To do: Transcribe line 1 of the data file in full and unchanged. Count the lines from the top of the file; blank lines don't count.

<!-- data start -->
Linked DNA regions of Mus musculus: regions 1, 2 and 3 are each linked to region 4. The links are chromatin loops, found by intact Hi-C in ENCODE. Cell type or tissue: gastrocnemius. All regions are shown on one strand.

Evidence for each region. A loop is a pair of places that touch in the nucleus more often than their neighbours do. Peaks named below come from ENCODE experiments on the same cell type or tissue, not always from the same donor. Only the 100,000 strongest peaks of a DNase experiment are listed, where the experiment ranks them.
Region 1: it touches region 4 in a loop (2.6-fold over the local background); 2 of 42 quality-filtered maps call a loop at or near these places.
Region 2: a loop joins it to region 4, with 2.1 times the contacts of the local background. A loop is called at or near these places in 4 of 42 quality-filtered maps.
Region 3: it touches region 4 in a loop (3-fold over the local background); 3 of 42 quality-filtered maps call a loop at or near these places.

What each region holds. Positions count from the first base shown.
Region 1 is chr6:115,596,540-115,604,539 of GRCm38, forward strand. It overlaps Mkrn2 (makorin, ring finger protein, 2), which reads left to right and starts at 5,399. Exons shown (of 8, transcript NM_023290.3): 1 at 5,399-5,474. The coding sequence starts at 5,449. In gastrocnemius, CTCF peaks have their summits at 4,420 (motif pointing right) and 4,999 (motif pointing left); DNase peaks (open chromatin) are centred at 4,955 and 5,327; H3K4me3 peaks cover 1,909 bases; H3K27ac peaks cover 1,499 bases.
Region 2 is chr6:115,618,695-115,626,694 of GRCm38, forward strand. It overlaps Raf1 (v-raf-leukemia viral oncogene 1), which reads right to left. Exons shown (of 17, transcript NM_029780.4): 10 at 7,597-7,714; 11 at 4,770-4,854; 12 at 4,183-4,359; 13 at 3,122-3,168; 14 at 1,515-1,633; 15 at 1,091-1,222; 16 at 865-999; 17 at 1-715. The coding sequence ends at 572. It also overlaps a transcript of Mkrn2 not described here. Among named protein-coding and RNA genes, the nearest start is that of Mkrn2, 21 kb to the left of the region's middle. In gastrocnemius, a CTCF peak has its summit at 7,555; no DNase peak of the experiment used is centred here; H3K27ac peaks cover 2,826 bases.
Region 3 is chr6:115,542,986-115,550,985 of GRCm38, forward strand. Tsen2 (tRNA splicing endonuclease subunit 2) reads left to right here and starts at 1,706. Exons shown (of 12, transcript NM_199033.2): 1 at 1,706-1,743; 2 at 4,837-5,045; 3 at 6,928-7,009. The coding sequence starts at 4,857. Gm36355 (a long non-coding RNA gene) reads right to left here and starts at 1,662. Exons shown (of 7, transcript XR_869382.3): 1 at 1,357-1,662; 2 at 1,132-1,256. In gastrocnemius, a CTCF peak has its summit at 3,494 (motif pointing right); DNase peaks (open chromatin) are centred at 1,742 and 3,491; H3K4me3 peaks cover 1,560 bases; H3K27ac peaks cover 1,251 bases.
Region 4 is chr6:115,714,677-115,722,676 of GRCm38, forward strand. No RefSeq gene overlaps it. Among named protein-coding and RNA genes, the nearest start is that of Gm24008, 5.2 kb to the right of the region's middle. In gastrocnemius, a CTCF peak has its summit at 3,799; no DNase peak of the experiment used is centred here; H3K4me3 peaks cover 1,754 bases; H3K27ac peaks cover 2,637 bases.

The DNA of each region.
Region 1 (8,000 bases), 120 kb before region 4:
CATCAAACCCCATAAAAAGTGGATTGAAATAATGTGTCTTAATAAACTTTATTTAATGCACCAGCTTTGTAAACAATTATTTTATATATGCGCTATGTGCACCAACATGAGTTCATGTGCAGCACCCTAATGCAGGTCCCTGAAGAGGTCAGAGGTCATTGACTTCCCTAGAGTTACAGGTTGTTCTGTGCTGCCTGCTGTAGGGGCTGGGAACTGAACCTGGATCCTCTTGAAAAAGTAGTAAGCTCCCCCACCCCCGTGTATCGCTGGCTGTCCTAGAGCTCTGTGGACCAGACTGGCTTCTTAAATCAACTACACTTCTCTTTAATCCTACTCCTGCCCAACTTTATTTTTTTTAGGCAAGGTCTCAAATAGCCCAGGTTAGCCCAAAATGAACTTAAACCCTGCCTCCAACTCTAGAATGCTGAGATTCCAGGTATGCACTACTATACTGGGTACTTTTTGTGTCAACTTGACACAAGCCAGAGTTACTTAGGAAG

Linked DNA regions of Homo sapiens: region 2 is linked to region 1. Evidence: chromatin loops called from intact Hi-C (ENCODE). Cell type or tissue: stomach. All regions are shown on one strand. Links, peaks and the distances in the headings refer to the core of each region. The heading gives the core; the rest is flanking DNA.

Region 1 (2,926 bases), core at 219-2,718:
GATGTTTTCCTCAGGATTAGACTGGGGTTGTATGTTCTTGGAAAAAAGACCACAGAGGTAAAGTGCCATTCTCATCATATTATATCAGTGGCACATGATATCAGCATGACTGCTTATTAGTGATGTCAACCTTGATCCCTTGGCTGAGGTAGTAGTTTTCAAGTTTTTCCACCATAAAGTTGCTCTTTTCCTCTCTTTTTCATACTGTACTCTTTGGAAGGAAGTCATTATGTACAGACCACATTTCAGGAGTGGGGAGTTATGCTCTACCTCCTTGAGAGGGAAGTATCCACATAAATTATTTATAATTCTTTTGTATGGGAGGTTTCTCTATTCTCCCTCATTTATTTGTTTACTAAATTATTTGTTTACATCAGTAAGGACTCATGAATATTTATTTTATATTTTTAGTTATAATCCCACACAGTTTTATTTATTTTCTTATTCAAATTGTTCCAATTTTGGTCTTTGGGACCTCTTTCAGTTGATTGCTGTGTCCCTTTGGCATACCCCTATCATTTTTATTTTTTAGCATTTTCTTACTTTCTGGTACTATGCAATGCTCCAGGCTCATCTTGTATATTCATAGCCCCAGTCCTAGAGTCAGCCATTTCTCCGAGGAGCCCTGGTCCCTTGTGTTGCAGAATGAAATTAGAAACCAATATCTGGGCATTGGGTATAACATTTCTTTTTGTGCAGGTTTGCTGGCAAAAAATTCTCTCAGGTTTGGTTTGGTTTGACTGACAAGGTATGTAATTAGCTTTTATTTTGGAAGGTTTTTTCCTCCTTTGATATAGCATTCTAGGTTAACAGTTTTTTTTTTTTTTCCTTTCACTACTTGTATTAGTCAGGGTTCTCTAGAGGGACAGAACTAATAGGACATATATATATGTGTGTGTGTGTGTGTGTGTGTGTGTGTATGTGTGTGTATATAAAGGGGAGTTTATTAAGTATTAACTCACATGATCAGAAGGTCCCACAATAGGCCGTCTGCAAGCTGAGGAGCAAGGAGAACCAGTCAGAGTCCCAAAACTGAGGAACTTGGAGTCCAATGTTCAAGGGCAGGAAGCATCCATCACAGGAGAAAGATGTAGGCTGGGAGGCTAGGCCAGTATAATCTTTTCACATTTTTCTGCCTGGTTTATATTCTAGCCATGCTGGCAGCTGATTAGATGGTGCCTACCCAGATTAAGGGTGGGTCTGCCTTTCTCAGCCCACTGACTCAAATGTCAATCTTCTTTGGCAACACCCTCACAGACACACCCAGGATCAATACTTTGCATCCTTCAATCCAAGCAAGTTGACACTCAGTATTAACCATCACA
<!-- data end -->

Linked DNA regions of Mus musculus: regions 1, 2 and 3 are each linked to region 4. The links are chromatin loops, found by intact Hi-C in ENCODE. Cell type or tissue: gastrocnemius. All regions are shown on one strand.